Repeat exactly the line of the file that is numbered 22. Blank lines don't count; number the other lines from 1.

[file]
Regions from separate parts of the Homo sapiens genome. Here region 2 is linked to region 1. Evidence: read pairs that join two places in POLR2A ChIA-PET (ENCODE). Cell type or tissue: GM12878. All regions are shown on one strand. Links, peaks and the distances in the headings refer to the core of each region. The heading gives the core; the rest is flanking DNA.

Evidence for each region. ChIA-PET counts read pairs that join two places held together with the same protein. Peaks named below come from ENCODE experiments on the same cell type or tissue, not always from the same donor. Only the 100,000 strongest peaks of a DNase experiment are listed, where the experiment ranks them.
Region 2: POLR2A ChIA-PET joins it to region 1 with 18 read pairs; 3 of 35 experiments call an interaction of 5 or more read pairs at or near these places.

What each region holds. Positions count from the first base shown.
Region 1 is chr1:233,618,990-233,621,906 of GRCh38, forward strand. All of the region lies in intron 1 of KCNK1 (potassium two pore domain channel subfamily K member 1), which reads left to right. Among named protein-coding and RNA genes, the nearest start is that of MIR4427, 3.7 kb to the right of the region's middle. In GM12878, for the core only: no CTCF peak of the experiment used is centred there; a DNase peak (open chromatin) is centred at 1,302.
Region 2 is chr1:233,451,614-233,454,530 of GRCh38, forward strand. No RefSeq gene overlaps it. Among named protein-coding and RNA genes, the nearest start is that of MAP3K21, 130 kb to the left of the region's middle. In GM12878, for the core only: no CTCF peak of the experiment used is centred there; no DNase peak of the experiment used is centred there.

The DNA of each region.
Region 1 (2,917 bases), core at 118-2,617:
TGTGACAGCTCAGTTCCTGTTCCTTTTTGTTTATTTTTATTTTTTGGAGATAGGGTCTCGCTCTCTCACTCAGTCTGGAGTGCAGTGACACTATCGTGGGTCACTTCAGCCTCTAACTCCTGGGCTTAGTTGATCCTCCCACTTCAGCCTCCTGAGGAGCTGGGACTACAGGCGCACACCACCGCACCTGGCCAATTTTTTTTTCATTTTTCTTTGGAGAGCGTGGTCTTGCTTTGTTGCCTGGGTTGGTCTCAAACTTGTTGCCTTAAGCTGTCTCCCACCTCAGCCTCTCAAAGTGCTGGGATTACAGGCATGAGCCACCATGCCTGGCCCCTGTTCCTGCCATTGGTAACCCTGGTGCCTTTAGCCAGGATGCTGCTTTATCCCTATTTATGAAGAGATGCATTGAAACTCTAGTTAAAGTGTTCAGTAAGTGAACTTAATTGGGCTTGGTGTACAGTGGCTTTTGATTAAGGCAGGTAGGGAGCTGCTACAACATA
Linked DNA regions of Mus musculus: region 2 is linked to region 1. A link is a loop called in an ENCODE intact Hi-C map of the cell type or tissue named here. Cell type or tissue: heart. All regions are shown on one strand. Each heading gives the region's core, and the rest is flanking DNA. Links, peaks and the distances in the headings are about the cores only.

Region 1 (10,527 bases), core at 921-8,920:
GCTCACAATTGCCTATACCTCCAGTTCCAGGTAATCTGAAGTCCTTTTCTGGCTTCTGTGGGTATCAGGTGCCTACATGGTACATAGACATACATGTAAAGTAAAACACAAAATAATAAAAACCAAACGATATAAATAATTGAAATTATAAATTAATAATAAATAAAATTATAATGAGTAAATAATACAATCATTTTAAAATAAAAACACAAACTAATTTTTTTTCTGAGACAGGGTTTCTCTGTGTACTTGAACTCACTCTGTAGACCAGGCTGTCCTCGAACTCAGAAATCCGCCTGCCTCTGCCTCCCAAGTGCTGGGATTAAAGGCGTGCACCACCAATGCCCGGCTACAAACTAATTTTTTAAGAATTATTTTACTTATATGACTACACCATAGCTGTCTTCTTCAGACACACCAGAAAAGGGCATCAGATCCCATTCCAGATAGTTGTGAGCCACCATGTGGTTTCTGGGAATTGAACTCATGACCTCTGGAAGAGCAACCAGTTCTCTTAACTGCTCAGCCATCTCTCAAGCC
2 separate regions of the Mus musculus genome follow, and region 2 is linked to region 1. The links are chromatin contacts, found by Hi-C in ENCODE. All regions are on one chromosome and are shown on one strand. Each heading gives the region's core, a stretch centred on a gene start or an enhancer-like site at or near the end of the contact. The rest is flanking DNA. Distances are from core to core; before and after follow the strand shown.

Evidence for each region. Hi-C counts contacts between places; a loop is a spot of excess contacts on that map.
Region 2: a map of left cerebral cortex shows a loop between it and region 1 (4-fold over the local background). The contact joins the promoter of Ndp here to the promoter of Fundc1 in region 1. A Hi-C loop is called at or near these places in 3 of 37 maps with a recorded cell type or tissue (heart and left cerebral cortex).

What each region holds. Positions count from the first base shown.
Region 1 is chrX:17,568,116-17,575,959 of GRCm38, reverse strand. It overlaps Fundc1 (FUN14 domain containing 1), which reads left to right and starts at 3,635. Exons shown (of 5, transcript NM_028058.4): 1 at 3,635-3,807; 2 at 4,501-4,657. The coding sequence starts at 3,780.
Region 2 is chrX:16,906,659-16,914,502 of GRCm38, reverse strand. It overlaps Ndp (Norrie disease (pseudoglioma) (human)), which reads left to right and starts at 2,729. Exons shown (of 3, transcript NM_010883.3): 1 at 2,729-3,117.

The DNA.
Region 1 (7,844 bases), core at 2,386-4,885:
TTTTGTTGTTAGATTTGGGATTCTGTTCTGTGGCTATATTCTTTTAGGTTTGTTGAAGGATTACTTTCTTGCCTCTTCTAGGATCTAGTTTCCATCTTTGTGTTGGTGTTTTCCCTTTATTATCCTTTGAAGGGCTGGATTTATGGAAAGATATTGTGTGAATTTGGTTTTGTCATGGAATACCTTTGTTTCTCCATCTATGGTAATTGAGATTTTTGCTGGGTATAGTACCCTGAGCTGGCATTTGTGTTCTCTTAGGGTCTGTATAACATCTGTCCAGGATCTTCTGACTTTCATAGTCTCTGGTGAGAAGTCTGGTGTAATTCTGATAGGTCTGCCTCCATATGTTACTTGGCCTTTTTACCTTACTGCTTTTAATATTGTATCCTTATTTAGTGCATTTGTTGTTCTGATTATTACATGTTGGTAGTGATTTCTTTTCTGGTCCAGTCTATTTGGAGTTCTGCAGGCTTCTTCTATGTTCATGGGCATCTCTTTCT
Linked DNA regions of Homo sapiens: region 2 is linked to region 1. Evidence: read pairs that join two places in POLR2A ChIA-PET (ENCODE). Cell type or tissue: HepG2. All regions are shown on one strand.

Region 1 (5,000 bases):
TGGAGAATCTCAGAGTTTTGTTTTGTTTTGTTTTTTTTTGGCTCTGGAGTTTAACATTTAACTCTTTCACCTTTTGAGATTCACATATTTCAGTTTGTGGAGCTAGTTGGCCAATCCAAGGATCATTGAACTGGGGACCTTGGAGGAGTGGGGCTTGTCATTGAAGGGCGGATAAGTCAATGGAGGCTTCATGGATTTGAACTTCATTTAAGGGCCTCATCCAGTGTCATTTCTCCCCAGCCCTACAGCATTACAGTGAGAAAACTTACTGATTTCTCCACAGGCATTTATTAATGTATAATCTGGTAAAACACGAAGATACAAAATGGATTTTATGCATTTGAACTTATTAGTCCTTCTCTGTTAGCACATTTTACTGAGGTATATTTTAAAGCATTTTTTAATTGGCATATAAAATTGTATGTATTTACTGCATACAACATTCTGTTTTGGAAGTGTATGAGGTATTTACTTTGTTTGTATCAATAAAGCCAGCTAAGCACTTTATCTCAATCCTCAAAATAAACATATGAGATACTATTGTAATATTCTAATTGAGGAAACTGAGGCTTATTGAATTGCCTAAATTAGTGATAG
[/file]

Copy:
Linked DNA regions of Homo sapiens: region 2 is linked to region 1. Evidence: read pairs that join two places in POLR2A ChIA-PET (ENCODE). Cell type or tissue: HepG2. All regions are shown on one strand.